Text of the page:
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Not about the Middle Classes at all - chucklesome nonetheless
on 3 December 2010
This part-comic, part social-commentary, part deconstruction of market segments, 'not actual size' book is subtitled 'an illustrated field guide to the behaviour and tastes of Britain's new middle-class tribes'. Herein lies the reality: this book is not about the middle-classes at all, but, rather, about the aspirational group of people who would like to be middle-class, and perhaps imagine they are. This irony is not lost on the writers. Whether, as a reader, you get this, is rather up to you: if you believe that Victoria Beckham really is 'posh', but Jordan is nonetheless middle-class, then you might find yourself accurately described in the book, but you won't get the ironic subtext.
Whether this book describes you, or your friends, or people you secretly enjoy laughing at (which is why I give this book just 4 stars -- it is ultimately a merciless and uncompassionate book which, ever so condescendingly, manages to sneer at everything it describes), or is just about a different world which you've noticed in passing but never really encountered, it does contain numerous gems of vocabulary which will enhance anyone's conversation. Wikillectuals are people who bone up on Wikipedia to appear knowledgable on topics they know otherwise nothing about. Poorgeois is what the otherwise bourgeois (and possibly gorgeous) buy now that the boom is over and bust has set in. Free-Whelans are a sub-tribe of the Hornby set who look up to Harriet Harman and never quite recovered from being sixties radicals.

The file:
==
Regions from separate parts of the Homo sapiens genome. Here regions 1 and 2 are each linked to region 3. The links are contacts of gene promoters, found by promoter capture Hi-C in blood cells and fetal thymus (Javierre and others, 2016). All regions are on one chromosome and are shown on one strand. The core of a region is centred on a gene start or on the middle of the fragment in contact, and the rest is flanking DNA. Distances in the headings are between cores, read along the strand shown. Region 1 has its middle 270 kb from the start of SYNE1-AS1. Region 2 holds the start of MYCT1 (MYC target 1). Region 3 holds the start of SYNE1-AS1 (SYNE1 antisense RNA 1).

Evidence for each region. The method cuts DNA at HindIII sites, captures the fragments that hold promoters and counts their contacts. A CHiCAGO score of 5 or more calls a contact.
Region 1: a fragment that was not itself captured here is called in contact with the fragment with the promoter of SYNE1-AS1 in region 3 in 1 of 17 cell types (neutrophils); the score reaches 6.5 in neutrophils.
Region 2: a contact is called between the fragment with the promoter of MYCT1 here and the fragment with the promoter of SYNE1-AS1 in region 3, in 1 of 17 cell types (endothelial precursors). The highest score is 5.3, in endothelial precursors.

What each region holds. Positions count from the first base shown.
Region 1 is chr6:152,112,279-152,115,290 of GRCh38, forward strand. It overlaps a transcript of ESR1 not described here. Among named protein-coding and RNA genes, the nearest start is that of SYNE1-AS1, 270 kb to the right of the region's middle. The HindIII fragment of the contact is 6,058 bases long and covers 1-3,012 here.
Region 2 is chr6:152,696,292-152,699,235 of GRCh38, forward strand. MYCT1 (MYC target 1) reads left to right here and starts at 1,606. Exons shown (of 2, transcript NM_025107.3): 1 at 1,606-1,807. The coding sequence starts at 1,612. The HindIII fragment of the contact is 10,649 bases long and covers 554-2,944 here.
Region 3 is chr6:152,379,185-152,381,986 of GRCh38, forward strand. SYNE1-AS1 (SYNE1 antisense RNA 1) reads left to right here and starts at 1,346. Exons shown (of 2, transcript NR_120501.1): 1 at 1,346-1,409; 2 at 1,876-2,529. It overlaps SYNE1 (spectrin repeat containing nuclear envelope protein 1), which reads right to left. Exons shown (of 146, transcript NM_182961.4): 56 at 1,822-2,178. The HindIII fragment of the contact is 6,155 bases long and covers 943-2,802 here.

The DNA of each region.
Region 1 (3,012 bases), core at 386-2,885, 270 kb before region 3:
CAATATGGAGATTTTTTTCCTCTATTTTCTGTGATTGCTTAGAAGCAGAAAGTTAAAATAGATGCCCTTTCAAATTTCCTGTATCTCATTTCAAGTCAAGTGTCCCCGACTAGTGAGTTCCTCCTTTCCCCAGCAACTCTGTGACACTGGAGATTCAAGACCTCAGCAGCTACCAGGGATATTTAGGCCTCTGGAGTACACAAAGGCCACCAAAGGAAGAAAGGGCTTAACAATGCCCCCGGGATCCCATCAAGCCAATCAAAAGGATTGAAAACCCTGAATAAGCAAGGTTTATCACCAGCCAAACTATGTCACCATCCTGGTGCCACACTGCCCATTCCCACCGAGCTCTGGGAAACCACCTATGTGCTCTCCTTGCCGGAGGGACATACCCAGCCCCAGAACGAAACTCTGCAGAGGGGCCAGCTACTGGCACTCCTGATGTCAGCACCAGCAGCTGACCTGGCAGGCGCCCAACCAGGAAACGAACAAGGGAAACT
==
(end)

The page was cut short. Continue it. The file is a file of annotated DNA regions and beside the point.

Ultimately, this book has a rather serious and slightly sour purpose. Through all of its stereotypes and characterisations -- the Damn-Wrights, The Can-Dos, the Jack Pack, and my favourite White Vain Man, among others -- it serves to point out how the aspirations of the Blair years have been dashed, and those who believed (rightly or wrongly, for you to judge, though the book is fairly clear about where it stands) that they had become Middle-Class by dint of being 'Not Working Class' are now in differing ways facing up to or denying the reality of less money and doing-their-best as an alternative to having ideals. This sourness pervades what might otherwise have been a genial laugh-at-ourselves. In fact, it is exactly the laugh-at-ourselves which is missing from this book. Of all the tribes described, the authors and their ilk are studiously missing. We might call them 'The Too-Clever by Halfs', or, following on from the book's own subversive punning, the 'Two Clever by Halfords'. University graduates who were already middle-class before they became students and are now able to disdainfully look down on all the others... these are missing from this collection.
Perhaps the sourness would have been sweetened if only the authors had also managed to write themselves in.
Then we would all be laughing.